Route of Exposure Oral (L41) ; inhalation (L41) ; dermal (L41)
Mechanism of Toxicity Nickel is known to substitute for other essential elements in certain enzmes, such as calcineurin. It is genotoxic, and some nickel compounds have been shown to promote cell proliferation. Nickel has a high affinity for chromatin proteins, particularly histones and protamines. The complexing of nickel ions with heterochromatin results in a number of alterations including condensation, DNA hypermethylation, gene silencing, and inhibition of histone acetylation, which have been shown to disturb gene expression. Nickel has also been shown to alter several transcription factors, including hypoxia-inducible transcription factor, activating transcription factor, and NF-KB transcription factor. There is also evidence that nickel ions inhibit DNA repair, either by directly inhibiting DNA repair enzymes or competing with zinc ions for binding to zinc-finger DNA binding proteins, resulting in structural changes in DNA that prevent repair enzymes from binding. Nickel ions can also complex with a number of cellular ligands including amino acids, peptides, and proteins resulting in the generation of oxygen radicals, which induce base damage, DNA strand breaks, and DNA protein crosslinks. (L41, A40)
Metabolism Nickel is absorbed mainly through the lungs and gastrointestinal tract. Once in the body it enters the bloodstream, where it binds to albumin, L-histidine, and ?2-macroglobulin. Nickel tends to accumulate in the lungs, thyroid, kidney, heart, and liver. Absorbed nickel is excreted in the urine, whereas unabsorbed nickel is excreted in the faeces. (L41)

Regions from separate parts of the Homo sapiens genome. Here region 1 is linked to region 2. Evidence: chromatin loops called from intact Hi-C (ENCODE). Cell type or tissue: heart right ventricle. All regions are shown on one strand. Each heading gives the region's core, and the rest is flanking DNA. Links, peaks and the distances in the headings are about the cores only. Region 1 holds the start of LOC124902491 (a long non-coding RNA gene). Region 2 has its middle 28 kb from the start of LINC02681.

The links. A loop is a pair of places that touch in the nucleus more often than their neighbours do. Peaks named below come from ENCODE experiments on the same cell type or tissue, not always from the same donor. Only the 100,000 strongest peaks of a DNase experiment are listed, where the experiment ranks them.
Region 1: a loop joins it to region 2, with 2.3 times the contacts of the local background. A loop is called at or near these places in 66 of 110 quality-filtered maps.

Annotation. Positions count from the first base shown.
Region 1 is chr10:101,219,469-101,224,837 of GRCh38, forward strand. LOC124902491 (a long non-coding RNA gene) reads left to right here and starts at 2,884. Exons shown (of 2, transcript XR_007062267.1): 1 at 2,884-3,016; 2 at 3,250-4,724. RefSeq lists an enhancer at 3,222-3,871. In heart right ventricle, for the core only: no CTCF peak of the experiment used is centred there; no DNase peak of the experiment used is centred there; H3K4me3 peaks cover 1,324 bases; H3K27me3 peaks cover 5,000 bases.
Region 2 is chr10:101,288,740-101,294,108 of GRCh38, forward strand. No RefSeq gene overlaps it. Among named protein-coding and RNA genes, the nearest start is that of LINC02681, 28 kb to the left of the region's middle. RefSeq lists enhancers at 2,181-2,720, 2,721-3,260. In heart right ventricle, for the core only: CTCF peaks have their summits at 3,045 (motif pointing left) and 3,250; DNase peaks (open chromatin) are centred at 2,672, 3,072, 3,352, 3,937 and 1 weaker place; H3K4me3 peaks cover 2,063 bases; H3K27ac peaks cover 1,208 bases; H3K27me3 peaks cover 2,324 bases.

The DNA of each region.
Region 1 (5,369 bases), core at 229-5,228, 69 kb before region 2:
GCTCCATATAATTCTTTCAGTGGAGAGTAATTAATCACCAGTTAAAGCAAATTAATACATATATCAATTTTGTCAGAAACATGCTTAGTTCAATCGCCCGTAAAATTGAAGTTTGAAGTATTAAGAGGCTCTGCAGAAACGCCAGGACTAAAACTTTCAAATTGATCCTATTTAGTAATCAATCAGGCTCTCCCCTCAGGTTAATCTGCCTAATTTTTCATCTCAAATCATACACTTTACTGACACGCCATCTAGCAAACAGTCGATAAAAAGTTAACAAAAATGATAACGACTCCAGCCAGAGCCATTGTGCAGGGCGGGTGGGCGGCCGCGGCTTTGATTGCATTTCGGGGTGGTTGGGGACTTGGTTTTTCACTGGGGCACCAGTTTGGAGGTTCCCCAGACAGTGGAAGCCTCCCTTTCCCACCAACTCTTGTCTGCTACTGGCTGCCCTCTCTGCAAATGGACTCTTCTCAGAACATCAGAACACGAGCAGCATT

Toxicity LD50: 250 mg/kg (Intraperitoneal, Rat) (T26)
Lethal Dose
Carcinogenicity Metallic nickel is possibly carcinogenic to humons (Group 2B). Nickel compounds are carcinogenic to humans (Group 1). (L135)
Uses/Sources Pure nickel is mainly used to make alloys, which are found in items such as coins, jewelry, valves and heat exchangers. Nickel compounds are used for nickel plating, to color ceramics, to make some batteries, and as catalysts. (L41)
Minimum Risk Level Intermediate Inhalation: 0.0002 mg/m3 (L134) Chronic Inhalation: 0.00009 mg/m3 (L134)
Health Effects The most common harmful health effect of nickel in humans is an allergic reaction. This usually manifests as a skin rash, although some people experience asthma attacks. Long term inhahation of nickel causes chronic bronchitis and reduced lung function, as well as damage to the naval cavity. Ingestion of excess nickel results in damage to the stomach, blood, liver, kidneys, and immune system, as well as having adverse effects on reproduction and development. (L41)
Symptoms Symptoms of nickel poisoning include headache, nausea, vomiting, dizziness, irritability, and difficulty sleeping, followed by chest pains, sweating, rapid heart beat, and a dry cough. (L42)
Treatment Excess exposure to nickel is usually handled by preventing further exposure and symptomatic treatment. Nickel poisoning may also be treated using chelation therapy with sodium diethyldithiocarbamate. (L42)
DrugBank ID
HMDB ID HMDB02457
PubChem Compound ID 934
ChEMBL ID
ChemSpider ID 909
KEGG Compound ID C19609
UniProt ID 0
OMIM ID 0
ChEBI ID 49786
BioCyc ID CPD-7425
CTD ID D009532
Stitch ID Nickel
PDB ID NI
ACToR ID 946
Wikipedia Link http://en.wikipedia.org/wiki/Nickel
Creation Date 2009-03-06 18:57:59
Update Date 2014-12-24 20:20:59